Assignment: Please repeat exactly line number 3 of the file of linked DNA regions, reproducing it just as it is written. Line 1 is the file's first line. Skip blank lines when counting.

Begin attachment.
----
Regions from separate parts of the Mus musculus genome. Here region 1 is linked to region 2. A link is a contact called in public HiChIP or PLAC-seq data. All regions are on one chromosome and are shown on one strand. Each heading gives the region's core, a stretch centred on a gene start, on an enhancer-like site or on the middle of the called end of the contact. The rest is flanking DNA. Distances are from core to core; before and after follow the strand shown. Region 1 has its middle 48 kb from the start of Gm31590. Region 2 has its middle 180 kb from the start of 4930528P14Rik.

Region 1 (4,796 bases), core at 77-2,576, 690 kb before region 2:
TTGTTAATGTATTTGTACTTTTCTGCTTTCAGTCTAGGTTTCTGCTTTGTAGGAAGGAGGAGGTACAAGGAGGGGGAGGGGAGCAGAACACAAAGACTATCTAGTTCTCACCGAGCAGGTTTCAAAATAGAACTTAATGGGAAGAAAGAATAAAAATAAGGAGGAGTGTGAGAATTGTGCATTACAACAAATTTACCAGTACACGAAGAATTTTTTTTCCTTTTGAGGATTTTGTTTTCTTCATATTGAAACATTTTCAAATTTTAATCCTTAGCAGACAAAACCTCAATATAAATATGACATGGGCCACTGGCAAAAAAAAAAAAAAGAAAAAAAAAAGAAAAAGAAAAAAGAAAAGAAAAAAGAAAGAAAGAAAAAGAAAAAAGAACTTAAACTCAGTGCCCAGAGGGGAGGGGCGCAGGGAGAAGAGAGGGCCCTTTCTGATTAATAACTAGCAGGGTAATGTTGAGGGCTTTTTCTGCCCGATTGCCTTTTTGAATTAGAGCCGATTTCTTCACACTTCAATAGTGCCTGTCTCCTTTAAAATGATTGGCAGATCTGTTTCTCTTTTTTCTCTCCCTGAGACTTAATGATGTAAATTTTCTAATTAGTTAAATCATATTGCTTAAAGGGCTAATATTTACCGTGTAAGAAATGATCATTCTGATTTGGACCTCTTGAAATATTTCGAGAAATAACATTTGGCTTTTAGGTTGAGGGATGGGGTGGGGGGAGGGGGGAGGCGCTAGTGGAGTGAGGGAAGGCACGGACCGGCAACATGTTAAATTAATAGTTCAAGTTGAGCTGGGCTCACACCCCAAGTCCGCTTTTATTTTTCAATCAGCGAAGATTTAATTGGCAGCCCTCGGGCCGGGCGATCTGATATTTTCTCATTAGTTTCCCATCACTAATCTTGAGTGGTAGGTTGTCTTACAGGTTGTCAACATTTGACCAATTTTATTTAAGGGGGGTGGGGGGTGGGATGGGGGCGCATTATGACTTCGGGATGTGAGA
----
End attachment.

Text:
TTGTTAATGTATTTGTACTTTTCTGCTTTCAGTCTAGGTTTCTGCTTTGTAGGAAGGAGGAGGTACAAGGAGGGGGAGGGGAGCAGAACACAAAGACTATCTAGTTCTCACCGAGCAGGTTTCAAAATAGAACTTAATGGGAAGAAAGAATAAAAATAAGGAGGAGTGTGAGAATTGTGCATTACAACAAATTTACCAGTACACGAAGAATTTTTTTTCCTTTTGAGGATTTTGTTTTCTTCATATTGAAACATTTTCAAATTTTAATCCTTAGCAGACAAAACCTCAATATAAATATGACATGGGCCACTGGCAAAAAAAAAAAAAAGAAAAAAAAAAGAAAAAGAAAAAAGAAAAGAAAAAAGAAAGAAAGAAAAAGAAAAAAGAACTTAAACTCAGTGCCCAGAGGGGAGGGGCGCAGGGAGAAGAGAGGGCCCTTTCTGATTAATAACTAGCAGGGTAATGTTGAGGGCTTTTTCTGCCCGATTGCCTTTTTGAATTAGAGCCGATTTCTTCACACTTCAATAGTGCCTGTCTCCTTTAAAATGATTGGCAGATCTGTTTCTCTTTTTTCTCTCCCTGAGACTTAATGATGTAAATTTTCTAATTAGTTAAATCATATTGCTTAAAGGGCTAATATTTACCGTGTAAGAAATGATCATTCTGATTTGGACCTCTTGAAATATTTCGAGAAATAACATTTGGCTTTTAGGTTGAGGGATGGGGTGGGGGGAGGGGGGAGGCGCTAGTGGAGTGAGGGAAGGCACGGACCGGCAACATGTTAAATTAATAGTTCAAGTTGAGCTGGGCTCACACCCCAAGTCCGCTTTTATTTTTCAATCAGCGAAGATTTAATTGGCAGCCCTCGGGCCGGGCGATCTGATATTTTCTCATTAGTTTCCCATCACTAATCTTGAGTGGTAGGTTGTCTTACAGGTTGTCAACATTTGACCAATTTTATTTAAGGGGGGTGGGGGGTGGGATGGGGGCGCATTATGACTTCGGGATGTGAGA